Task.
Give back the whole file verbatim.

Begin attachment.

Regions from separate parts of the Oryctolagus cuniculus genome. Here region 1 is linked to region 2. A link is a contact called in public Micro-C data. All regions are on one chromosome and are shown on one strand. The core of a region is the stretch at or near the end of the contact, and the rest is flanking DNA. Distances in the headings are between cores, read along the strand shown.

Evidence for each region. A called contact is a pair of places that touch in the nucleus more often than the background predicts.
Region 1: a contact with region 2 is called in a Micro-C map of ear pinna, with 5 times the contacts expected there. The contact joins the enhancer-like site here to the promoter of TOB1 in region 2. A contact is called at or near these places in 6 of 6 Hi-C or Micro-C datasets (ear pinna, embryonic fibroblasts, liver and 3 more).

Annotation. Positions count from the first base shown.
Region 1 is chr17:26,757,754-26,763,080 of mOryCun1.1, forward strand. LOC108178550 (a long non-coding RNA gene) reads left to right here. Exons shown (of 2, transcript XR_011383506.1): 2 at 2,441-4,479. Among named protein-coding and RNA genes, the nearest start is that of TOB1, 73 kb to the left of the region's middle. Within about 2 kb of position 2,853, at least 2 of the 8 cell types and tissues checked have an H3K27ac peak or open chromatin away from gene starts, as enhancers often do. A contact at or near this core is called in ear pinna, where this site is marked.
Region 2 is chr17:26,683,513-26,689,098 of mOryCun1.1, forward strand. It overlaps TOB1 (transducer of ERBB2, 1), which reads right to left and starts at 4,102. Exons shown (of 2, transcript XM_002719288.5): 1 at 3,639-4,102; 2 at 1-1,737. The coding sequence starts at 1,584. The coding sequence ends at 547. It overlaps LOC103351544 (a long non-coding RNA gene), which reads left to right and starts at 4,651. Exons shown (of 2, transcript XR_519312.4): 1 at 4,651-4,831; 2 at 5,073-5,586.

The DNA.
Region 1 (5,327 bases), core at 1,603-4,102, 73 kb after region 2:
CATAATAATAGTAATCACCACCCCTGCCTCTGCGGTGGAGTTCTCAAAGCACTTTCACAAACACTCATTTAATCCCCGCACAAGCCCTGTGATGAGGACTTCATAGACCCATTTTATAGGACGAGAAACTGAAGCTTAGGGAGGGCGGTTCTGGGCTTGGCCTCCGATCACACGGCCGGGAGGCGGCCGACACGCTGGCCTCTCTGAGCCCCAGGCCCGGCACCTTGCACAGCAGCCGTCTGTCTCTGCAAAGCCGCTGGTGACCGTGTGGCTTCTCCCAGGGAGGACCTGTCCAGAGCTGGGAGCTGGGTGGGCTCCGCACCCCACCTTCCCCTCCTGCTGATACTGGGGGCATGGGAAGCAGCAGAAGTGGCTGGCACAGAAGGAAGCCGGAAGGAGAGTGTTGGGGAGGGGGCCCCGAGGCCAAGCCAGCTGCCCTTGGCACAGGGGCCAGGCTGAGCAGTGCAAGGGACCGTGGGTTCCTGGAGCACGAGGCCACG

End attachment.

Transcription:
Regions from separate parts of the Oryctolagus cuniculus genome. Here region 1 is linked to region 2. A link is a contact called in public Micro-C data. All regions are on one chromosome and are shown on one strand. The core of a region is the stretch at or near the end of the contact, and the rest is flanking DNA. Distances in the headings are between cores, read along the strand shown.

Evidence for each region. A called contact is a pair of places that touch in the nucleus more often than the background predicts.
Region 1: a contact with region 2 is called in a Micro-C map of ear pinna, with 5 times the contacts expected there. The contact joins the enhancer-like site here to the promoter of TOB1 in region 2. A contact is called at or near these places in 6 of 6 Hi-C or Micro-C datasets (ear pinna, embryonic fibroblasts, liver and 3 more).

Annotation. Positions count from the first base shown.
Region 1 is chr17:26,757,754-26,763,080 of mOryCun1.1, forward strand. LOC108178550 (a long non-coding RNA gene) reads left to right here. Exons shown (of 2, transcript XR_011383506.1): 2 at 2,441-4,479. Among named protein-coding and RNA genes, the nearest start is that of TOB1, 73 kb to the left of the region's middle. Within about 2 kb of position 2,853, at least 2 of the 8 cell types and tissues checked have an H3K27ac peak or open chromatin away from gene starts, as enhancers often do. A contact at or near this core is called in ear pinna, where this site is marked.
Region 2 is chr17:26,683,513-26,689,098 of mOryCun1.1, forward strand. It overlaps TOB1 (transducer of ERBB2, 1), which reads right to left and starts at 4,102. Exons shown (of 2, transcript XM_002719288.5): 1 at 3,639-4,102; 2 at 1-1,737. The coding sequence starts at 1,584. The coding sequence ends at 547. It overlaps LOC103351544 (a long non-coding RNA gene), which reads left to right and starts at 4,651. Exons shown (of 2, transcript XR_519312.4): 1 at 4,651-4,831; 2 at 5,073-5,586.

The DNA.
Region 1 (5,327 bases), core at 1,603-4,102, 73 kb after region 2:
CATAATAATAGTAATCACCACCCCTGCCTCTGCGGTGGAGTTCTCAAAGCACTTTCACAAACACTCATTTAATCCCCGCACAAGCCCTGTGATGAGGACTTCATAGACCCATTTTATAGGACGAGAAACTGAAGCTTAGGGAGGGCGGTTCTGGGCTTGGCCTCCGATCACACGGCCGGGAGGCGGCCGACACGCTGGCCTCTCTGAGCCCCAGGCCCGGCACCTTGCACAGCAGCCGTCTGTCTCTGCAAAGCCGCTGGTGACCGTGTGGCTTCTCCCAGGGAGGACCTGTCCAGAGCTGGGAGCTGGGTGGGCTCCGCACCCCACCTTCCCCTCCTGCTGATACTGGGGGCATGGGAAGCAGCAGAAGTGGCTGGCACAGAAGGAAGCCGGAAGGAGAGTGTTGGGGAGGGGGCCCCGAGGCCAAGCCAGCTGCCCTTGGCACAGGGGCCAGGCTGAGCAGTGCAAGGGACCGTGGGTTCCTGGAGCACGAGGCCACG